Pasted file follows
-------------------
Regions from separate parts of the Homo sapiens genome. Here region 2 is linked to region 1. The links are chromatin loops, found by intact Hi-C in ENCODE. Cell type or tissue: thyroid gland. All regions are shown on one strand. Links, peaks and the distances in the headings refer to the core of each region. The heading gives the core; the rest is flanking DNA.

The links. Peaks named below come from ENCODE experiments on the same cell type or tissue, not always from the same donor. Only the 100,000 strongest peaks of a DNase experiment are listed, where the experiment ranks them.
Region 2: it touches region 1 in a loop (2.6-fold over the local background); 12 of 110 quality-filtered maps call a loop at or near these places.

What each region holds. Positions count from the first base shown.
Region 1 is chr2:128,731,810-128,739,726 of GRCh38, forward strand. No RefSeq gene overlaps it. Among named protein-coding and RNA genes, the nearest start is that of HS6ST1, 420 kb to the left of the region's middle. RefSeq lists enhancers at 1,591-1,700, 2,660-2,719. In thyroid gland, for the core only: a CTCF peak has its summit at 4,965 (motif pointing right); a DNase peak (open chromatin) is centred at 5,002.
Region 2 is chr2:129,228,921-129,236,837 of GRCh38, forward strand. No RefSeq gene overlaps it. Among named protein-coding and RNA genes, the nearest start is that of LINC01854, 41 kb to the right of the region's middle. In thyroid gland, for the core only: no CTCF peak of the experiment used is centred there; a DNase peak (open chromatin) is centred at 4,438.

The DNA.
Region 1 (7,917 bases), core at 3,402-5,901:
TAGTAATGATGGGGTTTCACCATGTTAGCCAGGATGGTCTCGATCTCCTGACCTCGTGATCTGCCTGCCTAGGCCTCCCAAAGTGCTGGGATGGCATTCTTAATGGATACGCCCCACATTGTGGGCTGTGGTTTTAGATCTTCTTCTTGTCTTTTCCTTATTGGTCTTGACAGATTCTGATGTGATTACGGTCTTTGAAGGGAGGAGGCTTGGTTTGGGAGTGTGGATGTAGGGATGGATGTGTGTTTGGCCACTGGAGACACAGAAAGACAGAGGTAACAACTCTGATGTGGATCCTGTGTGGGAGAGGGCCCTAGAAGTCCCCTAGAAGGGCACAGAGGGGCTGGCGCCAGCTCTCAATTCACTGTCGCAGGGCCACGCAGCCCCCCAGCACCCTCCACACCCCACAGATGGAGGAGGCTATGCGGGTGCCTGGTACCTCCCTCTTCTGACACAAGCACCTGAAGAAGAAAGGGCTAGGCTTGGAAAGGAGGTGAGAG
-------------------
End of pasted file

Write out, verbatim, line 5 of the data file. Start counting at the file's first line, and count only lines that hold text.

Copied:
Region 1 is chr2:128,731,810-128,739,726 of GRCh38, forward strand. No RefSeq gene overlaps it. Among named protein-coding and RNA genes, the nearest start is that of HS6ST1, 420 kb to the left of the region's middle. RefSeq lists enhancers at 1,591-1,700, 2,660-2,719. In thyroid gland, for the core only: a CTCF peak has its summit at 4,965 (motif pointing right); a DNase peak (open chromatin) is centred at 5,002.